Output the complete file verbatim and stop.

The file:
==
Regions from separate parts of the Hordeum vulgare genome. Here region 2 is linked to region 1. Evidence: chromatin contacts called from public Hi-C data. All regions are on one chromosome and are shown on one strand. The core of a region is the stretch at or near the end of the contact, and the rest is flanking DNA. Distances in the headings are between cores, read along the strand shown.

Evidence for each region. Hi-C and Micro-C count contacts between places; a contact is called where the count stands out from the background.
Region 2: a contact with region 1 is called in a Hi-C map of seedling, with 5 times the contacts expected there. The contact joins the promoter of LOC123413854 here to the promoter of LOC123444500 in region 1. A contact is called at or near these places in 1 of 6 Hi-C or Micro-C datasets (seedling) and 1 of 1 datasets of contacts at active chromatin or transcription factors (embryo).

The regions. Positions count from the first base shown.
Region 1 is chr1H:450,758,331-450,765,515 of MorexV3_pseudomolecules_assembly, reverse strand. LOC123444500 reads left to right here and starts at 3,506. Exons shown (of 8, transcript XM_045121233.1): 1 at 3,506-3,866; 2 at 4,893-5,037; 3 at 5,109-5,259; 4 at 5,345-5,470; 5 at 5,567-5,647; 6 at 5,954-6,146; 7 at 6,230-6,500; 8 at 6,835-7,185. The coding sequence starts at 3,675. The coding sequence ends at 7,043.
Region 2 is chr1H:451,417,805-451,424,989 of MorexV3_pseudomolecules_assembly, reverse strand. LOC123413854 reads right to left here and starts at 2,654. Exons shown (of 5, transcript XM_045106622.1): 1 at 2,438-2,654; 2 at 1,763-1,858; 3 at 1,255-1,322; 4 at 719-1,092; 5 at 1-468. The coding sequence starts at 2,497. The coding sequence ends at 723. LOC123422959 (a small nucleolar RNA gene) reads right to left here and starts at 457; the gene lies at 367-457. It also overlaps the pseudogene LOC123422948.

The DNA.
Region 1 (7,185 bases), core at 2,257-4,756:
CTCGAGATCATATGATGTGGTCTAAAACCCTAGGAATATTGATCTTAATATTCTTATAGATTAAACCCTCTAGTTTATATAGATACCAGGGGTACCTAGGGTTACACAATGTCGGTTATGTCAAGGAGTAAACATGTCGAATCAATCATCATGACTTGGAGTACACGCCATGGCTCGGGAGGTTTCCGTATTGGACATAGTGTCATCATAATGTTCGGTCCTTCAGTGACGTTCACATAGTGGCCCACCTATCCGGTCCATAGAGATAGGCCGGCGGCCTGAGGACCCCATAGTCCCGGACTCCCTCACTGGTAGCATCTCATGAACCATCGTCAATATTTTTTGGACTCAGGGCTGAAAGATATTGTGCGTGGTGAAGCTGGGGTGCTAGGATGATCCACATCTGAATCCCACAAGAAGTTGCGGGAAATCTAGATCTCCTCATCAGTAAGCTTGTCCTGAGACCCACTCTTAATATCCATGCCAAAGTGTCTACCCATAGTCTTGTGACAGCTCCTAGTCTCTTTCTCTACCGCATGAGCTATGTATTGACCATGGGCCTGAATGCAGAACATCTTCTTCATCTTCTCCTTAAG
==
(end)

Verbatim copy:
Regions from separate parts of the Hordeum vulgare genome. Here region 2 is linked to region 1. Evidence: chromatin contacts called from public Hi-C data. All regions are on one chromosome and are shown on one strand. The core of a region is the stretch at or near the end of the contact, and the rest is flanking DNA. Distances in the headings are between cores, read along the strand shown.

Evidence for each region. Hi-C and Micro-C count contacts between places; a contact is called where the count stands out from the background.
Region 2: a contact with region 1 is called in a Hi-C map of seedling, with 5 times the contacts expected there. The contact joins the promoter of LOC123413854 here to the promoter of LOC123444500 in region 1. A contact is called at or near these places in 1 of 6 Hi-C or Micro-C datasets (seedling) and 1 of 1 datasets of contacts at active chromatin or transcription factors (embryo).

The regions. Positions count from the first base shown.
Region 1 is chr1H:450,758,331-450,765,515 of MorexV3_pseudomolecules_assembly, reverse strand. LOC123444500 reads left to right here and starts at 3,506. Exons shown (of 8, transcript XM_045121233.1): 1 at 3,506-3,866; 2 at 4,893-5,037; 3 at 5,109-5,259; 4 at 5,345-5,470; 5 at 5,567-5,647; 6 at 5,954-6,146; 7 at 6,230-6,500; 8 at 6,835-7,185. The coding sequence starts at 3,675. The coding sequence ends at 7,043.
Region 2 is chr1H:451,417,805-451,424,989 of MorexV3_pseudomolecules_assembly, reverse strand. LOC123413854 reads right to left here and starts at 2,654. Exons shown (of 5, transcript XM_045106622.1): 1 at 2,438-2,654; 2 at 1,763-1,858; 3 at 1,255-1,322; 4 at 719-1,092; 5 at 1-468. The coding sequence starts at 2,497. The coding sequence ends at 723. LOC123422959 (a small nucleolar RNA gene) reads right to left here and starts at 457; the gene lies at 367-457. It also overlaps the pseudogene LOC123422948.

The DNA.
Region 1 (7,185 bases), core at 2,257-4,756:
CTCGAGATCATATGATGTGGTCTAAAACCCTAGGAATATTGATCTTAATATTCTTATAGATTAAACCCTCTAGTTTATATAGATACCAGGGGTACCTAGGGTTACACAATGTCGGTTATGTCAAGGAGTAAACATGTCGAATCAATCATCATGACTTGGAGTACACGCCATGGCTCGGGAGGTTTCCGTATTGGACATAGTGTCATCATAATGTTCGGTCCTTCAGTGACGTTCACATAGTGGCCCACCTATCCGGTCCATAGAGATAGGCCGGCGGCCTGAGGACCCCATAGTCCCGGACTCCCTCACTGGTAGCATCTCATGAACCATCGTCAATATTTTTTGGACTCAGGGCTGAAAGATATTGTGCGTGGTGAAGCTGGGGTGCTAGGATGATCCACATCTGAATCCCACAAGAAGTTGCGGGAAATCTAGATCTCCTCATCAGTAAGCTTGTCCTGAGACCCACTCTTAATATCCATGCCAAAGTGTCTACCCATAGTCTTGTGACAGCTCCTAGTCTCTTTCTCTACCGCATGAGCTATGTATTGACCATGGGCCTGAATGCAGAACATCTTCTTCATCTTCTCCTTAAG